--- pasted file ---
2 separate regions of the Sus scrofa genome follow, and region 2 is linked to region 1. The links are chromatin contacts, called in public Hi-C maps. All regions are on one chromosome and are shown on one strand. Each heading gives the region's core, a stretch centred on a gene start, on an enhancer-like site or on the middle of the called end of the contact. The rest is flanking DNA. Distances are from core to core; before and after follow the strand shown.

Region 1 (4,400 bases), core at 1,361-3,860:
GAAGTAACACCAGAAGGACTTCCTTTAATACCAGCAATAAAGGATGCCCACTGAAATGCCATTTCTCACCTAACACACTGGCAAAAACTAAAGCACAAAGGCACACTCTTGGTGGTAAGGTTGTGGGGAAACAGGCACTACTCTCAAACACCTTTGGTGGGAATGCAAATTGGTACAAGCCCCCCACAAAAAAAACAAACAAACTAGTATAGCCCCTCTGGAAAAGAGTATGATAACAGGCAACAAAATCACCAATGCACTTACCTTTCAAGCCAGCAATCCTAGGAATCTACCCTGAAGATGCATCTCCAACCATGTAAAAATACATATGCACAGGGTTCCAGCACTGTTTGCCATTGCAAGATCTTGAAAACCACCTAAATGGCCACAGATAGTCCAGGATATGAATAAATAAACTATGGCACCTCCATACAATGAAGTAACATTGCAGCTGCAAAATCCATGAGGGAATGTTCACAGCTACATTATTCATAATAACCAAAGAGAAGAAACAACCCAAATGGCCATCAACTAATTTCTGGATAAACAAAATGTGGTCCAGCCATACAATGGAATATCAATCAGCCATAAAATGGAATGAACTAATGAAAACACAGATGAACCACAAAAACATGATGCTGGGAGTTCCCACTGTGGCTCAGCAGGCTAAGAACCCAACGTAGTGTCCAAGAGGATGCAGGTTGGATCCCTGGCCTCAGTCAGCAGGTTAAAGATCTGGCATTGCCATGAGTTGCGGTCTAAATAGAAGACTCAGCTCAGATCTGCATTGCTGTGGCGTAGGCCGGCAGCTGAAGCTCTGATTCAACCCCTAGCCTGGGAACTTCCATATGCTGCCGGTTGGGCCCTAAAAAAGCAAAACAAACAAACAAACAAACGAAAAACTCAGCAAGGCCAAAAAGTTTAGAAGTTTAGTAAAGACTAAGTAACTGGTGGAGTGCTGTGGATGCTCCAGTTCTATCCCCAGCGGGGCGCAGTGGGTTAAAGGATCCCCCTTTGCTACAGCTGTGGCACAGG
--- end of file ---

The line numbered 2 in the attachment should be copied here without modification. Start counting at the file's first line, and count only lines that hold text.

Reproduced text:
Region 1 (4,400 bases), core at 1,361-3,860: